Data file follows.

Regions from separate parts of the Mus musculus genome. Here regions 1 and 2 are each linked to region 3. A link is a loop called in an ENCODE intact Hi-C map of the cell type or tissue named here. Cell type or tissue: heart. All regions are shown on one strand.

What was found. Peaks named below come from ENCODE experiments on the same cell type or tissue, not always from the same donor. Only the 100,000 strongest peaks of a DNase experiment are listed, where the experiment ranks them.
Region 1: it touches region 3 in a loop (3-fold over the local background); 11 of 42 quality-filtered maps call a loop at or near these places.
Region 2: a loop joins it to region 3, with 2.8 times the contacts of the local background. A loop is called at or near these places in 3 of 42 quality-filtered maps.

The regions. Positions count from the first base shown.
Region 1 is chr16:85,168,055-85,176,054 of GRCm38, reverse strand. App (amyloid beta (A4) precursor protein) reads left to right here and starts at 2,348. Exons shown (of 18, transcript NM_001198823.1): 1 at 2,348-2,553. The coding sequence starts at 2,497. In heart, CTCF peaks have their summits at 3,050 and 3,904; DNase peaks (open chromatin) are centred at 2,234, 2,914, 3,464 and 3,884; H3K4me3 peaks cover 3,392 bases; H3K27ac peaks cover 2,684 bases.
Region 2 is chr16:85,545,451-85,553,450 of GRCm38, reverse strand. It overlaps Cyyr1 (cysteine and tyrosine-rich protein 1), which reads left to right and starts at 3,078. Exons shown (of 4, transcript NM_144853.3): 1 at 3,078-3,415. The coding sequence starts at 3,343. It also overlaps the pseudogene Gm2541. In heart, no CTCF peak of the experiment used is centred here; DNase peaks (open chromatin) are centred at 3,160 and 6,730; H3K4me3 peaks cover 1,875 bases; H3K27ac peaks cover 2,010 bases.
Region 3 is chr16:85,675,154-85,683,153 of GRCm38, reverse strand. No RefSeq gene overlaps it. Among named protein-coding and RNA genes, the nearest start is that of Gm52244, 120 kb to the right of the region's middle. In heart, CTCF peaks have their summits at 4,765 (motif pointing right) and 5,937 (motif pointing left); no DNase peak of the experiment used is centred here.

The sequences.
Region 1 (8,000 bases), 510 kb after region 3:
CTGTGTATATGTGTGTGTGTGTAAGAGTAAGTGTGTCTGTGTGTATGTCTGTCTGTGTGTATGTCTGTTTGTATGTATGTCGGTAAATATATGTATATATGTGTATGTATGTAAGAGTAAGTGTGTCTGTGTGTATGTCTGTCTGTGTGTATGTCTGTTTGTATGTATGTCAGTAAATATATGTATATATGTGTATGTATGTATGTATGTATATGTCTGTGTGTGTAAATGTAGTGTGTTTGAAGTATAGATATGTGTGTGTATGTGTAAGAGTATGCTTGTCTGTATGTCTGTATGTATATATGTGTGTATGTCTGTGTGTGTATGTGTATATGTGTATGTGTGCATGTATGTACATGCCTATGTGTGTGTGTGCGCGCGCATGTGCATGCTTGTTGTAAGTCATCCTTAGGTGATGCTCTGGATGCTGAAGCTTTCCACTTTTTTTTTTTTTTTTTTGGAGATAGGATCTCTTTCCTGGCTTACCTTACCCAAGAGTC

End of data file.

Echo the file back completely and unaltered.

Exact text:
Regions from separate parts of the Mus musculus genome. Here regions 1 and 2 are each linked to region 3. A link is a loop called in an ENCODE intact Hi-C map of the cell type or tissue named here. Cell type or tissue: heart. All regions are shown on one strand.

What was found. Peaks named below come from ENCODE experiments on the same cell type or tissue, not always from the same donor. Only the 100,000 strongest peaks of a DNase experiment are listed, where the experiment ranks them.
Region 1: it touches region 3 in a loop (3-fold over the local background); 11 of 42 quality-filtered maps call a loop at or near these places.
Region 2: a loop joins it to region 3, with 2.8 times the contacts of the local background. A loop is called at or near these places in 3 of 42 quality-filtered maps.

The regions. Positions count from the first base shown.
Region 1 is chr16:85,168,055-85,176,054 of GRCm38, reverse strand. App (amyloid beta (A4) precursor protein) reads left to right here and starts at 2,348. Exons shown (of 18, transcript NM_001198823.1): 1 at 2,348-2,553. The coding sequence starts at 2,497. In heart, CTCF peaks have their summits at 3,050 and 3,904; DNase peaks (open chromatin) are centred at 2,234, 2,914, 3,464 and 3,884; H3K4me3 peaks cover 3,392 bases; H3K27ac peaks cover 2,684 bases.
Region 2 is chr16:85,545,451-85,553,450 of GRCm38, reverse strand. It overlaps Cyyr1 (cysteine and tyrosine-rich protein 1), which reads left to right and starts at 3,078. Exons shown (of 4, transcript NM_144853.3): 1 at 3,078-3,415. The coding sequence starts at 3,343. It also overlaps the pseudogene Gm2541. In heart, no CTCF peak of the experiment used is centred here; DNase peaks (open chromatin) are centred at 3,160 and 6,730; H3K4me3 peaks cover 1,875 bases; H3K27ac peaks cover 2,010 bases.
Region 3 is chr16:85,675,154-85,683,153 of GRCm38, reverse strand. No RefSeq gene overlaps it. Among named protein-coding and RNA genes, the nearest start is that of Gm52244, 120 kb to the right of the region's middle. In heart, CTCF peaks have their summits at 4,765 (motif pointing right) and 5,937 (motif pointing left); no DNase peak of the experiment used is centred here.

The sequences.
Region 1 (8,000 bases), 510 kb after region 3:
CTGTGTATATGTGTGTGTGTGTAAGAGTAAGTGTGTCTGTGTGTATGTCTGTCTGTGTGTATGTCTGTTTGTATGTATGTCGGTAAATATATGTATATATGTGTATGTATGTAAGAGTAAGTGTGTCTGTGTGTATGTCTGTCTGTGTGTATGTCTGTTTGTATGTATGTCAGTAAATATATGTATATATGTGTATGTATGTATGTATGTATATGTCTGTGTGTGTAAATGTAGTGTGTTTGAAGTATAGATATGTGTGTGTATGTGTAAGAGTATGCTTGTCTGTATGTCTGTATGTATATATGTGTGTATGTCTGTGTGTGTATGTGTATATGTGTATGTGTGCATGTATGTACATGCCTATGTGTGTGTGTGCGCGCGCATGTGCATGCTTGTTGTAAGTCATCCTTAGGTGATGCTCTGGATGCTGAAGCTTTCCACTTTTTTTTTTTTTTTTTTGGAGATAGGATCTCTTTCCTGGCTTACCTTACCCAAGAGTC